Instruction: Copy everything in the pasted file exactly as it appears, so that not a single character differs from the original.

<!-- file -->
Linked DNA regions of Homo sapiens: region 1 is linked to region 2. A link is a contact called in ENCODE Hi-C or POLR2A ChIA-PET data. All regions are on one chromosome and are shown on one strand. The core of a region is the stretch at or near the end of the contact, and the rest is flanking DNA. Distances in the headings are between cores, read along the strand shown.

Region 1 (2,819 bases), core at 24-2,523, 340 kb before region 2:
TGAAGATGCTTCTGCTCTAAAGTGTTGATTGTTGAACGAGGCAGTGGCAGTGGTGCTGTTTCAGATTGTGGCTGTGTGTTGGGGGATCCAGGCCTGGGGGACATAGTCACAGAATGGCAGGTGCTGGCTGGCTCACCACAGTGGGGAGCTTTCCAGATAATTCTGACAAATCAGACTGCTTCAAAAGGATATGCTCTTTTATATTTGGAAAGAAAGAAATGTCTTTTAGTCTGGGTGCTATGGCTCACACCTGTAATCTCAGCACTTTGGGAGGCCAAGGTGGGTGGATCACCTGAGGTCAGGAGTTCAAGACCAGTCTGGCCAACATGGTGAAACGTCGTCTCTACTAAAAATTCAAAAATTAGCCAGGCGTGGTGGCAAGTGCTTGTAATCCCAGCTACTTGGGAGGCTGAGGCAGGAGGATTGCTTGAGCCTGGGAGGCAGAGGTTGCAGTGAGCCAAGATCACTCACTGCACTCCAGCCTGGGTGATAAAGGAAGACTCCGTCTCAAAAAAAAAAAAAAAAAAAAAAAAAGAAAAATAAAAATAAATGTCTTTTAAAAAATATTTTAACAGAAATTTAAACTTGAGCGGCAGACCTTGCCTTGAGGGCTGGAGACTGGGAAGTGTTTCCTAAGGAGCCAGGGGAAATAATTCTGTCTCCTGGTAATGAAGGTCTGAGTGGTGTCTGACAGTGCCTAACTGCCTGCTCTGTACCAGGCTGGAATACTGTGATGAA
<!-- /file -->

Linked DNA regions of Homo sapiens: region 1 is linked to region 2. A link is a contact called in ENCODE Hi-C or POLR2A ChIA-PET data. All regions are on one chromosome and are shown on one strand. The core of a region is the stretch at or near the end of the contact, and the rest is flanking DNA. Distances in the headings are between cores, read along the strand shown.

Region 1 (2,819 bases), core at 24-2,523, 340 kb before region 2:
TGAAGATGCTTCTGCTCTAAAGTGTTGATTGTTGAACGAGGCAGTGGCAGTGGTGCTGTTTCAGATTGTGGCTGTGTGTTGGGGGATCCAGGCCTGGGGGACATAGTCACAGAATGGCAGGTGCTGGCTGGCTCACCACAGTGGGGAGCTTTCCAGATAATTCTGACAAATCAGACTGCTTCAAAAGGATATGCTCTTTTATATTTGGAAAGAAAGAAATGTCTTTTAGTCTGGGTGCTATGGCTCACACCTGTAATCTCAGCACTTTGGGAGGCCAAGGTGGGTGGATCACCTGAGGTCAGGAGTTCAAGACCAGTCTGGCCAACATGGTGAAACGTCGTCTCTACTAAAAATTCAAAAATTAGCCAGGCGTGGTGGCAAGTGCTTGTAATCCCAGCTACTTGGGAGGCTGAGGCAGGAGGATTGCTTGAGCCTGGGAGGCAGAGGTTGCAGTGAGCCAAGATCACTCACTGCACTCCAGCCTGGGTGATAAAGGAAGACTCCGTCTCAAAAAAAAAAAAAAAAAAAAAAAAAGAAAAATAAAAATAAATGTCTTTTAAAAAATATTTTAACAGAAATTTAAACTTGAGCGGCAGACCTTGCCTTGAGGGCTGGAGACTGGGAAGTGTTTCCTAAGGAGCCAGGGGAAATAATTCTGTCTCCTGGTAATGAAGGTCTGAGTGGTGTCTGACAGTGCCTAACTGCCTGCTCTGTACCAGGCTGGAATACTGTGATGAA